• Photo for Study Sums Up Exercise's (Many, Many) Benefits For Men's Health
    Photo Credit: iStockPhoto

Study Sums Up Exercise's (Many, Many) Benefits For Men's Health

By L.K. Regan

A review of research conducted between 2006 and 2010 has found that regular exercise has a beneficial effect on literally dozens of health conditions, in addition to slowing the aging process. While these effects are familiar in the case of particular illnesses, the sense of an overwhelming benefit to exercise is made palpable in a broad literature review of this kind. And in this case, the research specifically focused on men.

The paper, called "What men should know about the impact of physical activity on their health, and published in the December issue of IJCP, the International Journal of Clinical Practice, finds that, aside from refraining from smoking, exercise is the single most important choice a man can take toward health improvement. As author Leslie Alford of the University of East Anglia wrote in his review of some 40 previously published studies, "The literature reviewed shows that how long people live and how healthy they are depends on a complex mix of factors, including their lifestyle, where they live and even luck." But, Alford went on, "Individuals have an element of control over some of these factors, including obesity, diet, smoking and physical activity."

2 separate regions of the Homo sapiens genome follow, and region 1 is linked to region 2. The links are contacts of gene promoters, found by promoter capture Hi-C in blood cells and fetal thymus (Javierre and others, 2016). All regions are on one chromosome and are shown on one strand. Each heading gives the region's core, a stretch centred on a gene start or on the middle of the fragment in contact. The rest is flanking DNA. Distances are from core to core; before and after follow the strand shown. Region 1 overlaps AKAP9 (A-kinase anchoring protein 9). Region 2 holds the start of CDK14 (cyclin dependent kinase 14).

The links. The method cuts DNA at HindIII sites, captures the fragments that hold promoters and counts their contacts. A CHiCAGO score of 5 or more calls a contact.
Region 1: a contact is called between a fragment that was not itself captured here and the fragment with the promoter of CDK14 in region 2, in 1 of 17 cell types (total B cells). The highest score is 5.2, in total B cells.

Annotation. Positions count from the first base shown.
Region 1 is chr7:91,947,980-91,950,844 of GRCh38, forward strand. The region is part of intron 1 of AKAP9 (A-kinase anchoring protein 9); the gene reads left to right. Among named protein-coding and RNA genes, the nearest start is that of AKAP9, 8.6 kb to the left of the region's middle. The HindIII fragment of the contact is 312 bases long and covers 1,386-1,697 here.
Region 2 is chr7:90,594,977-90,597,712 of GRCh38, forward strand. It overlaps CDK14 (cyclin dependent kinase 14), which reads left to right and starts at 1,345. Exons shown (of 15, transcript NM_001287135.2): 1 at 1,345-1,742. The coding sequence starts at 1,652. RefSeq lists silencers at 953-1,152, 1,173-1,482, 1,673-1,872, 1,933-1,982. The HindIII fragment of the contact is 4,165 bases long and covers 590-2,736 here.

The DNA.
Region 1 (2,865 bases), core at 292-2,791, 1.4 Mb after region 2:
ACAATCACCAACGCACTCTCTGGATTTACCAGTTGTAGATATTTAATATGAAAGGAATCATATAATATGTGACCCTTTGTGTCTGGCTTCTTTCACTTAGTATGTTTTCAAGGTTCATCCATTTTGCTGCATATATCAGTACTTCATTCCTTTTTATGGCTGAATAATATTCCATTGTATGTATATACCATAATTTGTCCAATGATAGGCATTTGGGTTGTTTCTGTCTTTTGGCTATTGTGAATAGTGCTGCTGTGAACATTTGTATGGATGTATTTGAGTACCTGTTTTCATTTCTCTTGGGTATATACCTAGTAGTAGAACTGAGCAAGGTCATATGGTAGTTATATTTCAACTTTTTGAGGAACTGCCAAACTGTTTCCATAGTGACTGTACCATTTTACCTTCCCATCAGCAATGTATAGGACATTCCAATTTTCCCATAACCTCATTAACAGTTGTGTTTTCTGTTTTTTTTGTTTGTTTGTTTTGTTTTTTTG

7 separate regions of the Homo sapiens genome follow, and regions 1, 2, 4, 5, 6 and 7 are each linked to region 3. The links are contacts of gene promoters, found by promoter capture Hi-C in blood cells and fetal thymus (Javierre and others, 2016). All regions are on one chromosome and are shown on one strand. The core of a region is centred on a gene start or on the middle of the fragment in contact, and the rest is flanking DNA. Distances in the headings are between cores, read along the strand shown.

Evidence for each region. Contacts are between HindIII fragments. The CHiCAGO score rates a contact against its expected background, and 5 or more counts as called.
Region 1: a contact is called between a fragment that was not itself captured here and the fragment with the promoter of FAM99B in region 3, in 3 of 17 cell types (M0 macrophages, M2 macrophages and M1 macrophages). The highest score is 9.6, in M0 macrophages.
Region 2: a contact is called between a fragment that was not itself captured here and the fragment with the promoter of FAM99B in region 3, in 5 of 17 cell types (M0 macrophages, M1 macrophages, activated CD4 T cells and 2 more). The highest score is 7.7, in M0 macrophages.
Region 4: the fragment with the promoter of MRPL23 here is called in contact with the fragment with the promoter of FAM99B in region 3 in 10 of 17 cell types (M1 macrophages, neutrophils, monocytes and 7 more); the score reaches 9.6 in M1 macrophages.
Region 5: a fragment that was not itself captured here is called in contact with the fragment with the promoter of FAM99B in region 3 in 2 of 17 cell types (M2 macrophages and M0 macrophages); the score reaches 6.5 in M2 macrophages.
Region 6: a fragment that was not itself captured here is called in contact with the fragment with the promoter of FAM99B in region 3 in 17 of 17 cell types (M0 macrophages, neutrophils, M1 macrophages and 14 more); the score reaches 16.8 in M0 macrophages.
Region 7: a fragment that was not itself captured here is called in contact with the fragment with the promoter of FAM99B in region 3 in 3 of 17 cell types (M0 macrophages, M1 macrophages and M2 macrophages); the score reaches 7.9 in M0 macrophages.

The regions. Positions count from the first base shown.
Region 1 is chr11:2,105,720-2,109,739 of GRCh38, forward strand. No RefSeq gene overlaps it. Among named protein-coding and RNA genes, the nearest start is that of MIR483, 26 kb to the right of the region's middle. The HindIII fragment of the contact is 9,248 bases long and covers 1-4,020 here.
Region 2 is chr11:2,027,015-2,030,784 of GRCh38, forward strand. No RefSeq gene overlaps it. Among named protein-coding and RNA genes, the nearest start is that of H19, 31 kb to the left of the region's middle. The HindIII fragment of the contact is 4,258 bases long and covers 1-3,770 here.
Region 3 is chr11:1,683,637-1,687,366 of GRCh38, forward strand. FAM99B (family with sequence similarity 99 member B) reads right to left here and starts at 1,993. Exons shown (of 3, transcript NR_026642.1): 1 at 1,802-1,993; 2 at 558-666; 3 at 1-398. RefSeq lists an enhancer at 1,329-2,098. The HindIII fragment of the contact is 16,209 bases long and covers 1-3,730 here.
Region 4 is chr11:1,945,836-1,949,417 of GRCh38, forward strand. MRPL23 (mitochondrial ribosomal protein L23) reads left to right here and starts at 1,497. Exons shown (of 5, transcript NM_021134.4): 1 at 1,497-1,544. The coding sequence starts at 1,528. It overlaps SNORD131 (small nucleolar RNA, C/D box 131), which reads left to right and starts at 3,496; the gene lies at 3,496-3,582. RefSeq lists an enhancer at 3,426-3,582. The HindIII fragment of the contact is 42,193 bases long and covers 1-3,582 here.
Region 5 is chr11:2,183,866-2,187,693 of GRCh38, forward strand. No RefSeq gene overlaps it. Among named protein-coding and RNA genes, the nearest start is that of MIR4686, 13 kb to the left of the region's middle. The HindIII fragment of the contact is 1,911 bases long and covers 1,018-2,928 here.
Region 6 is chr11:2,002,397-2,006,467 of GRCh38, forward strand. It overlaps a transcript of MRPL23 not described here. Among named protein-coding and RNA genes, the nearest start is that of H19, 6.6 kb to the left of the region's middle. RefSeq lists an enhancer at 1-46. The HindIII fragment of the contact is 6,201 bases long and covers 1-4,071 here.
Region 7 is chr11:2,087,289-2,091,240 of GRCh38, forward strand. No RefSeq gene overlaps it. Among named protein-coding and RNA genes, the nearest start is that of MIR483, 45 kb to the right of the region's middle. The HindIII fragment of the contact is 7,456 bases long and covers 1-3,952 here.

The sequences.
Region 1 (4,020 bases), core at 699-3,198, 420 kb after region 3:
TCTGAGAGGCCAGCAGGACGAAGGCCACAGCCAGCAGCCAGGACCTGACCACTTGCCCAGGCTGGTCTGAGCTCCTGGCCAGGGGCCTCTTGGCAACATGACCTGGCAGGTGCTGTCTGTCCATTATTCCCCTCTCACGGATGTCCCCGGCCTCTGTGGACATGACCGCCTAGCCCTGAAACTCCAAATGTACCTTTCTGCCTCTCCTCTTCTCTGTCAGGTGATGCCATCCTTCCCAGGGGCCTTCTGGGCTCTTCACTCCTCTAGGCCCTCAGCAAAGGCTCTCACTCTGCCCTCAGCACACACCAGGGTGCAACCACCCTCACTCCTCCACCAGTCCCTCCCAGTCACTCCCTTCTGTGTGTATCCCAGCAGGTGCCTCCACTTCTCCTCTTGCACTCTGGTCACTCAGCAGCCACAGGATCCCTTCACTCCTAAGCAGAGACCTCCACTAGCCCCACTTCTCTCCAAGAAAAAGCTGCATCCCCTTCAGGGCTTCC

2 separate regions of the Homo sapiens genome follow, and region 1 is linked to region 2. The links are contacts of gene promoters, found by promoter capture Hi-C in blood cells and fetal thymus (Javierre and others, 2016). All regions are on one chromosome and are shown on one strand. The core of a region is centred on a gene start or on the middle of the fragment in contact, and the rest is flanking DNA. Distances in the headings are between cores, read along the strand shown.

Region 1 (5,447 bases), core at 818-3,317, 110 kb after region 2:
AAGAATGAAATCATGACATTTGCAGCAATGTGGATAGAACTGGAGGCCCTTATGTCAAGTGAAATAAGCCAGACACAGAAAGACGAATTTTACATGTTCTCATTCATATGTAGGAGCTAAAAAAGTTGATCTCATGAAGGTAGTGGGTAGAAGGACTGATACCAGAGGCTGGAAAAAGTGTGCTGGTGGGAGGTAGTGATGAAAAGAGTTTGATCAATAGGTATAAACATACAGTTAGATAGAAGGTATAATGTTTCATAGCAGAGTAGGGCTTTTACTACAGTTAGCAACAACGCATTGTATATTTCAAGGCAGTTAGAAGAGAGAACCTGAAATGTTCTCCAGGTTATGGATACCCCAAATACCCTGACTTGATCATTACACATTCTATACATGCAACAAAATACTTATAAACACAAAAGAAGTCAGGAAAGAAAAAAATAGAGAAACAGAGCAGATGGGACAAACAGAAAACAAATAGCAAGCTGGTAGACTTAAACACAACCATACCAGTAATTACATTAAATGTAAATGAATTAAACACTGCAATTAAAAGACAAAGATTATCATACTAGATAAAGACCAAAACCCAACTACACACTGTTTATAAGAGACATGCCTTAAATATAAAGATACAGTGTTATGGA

The review found that research has shown benefits for exercise on men's rates of cancer, heart disease, dementia, stroke, type 2 diabetes, depression, obesity and high blood pressure. More specifically, here are a few of the findings: a) moderate to intense exercise is associated with decreased coronary heart disease as well as stroke; b) higher levels of physical activity is associated with lower overall cancer death rates, and while, when it comes to the effect on specific cancers, the story is more mixed, the positive effect on colon cancer rates is well demonstrated; c) physically active men are less likely to experience erectile disfunction; d) increasingly, evidence suggests exercise reduces risk of dementia.

As a result of this review, Alford suggests some guidelines: that adults aim for 150 minutes of moderate exercise per week, or 60 minutes of high-intensity exercise. Also, that strength, balance and flexibility training a regular part of this program (at least two strength-training sessions per week). And also, he suggests that middle or old-age should not deter people from exercise. "Physical inactivity results in widespread pathophysiological changes to our bodies," he says. "It appears that our bodies have evolved to function optimally on a certain level of physically activity that many of us simply do not achieve in our modern, sedentary lifestyles."

Of course, most of this will be little surprise to our readers—but nice to have concrete proof that all that hard work isn't wasted!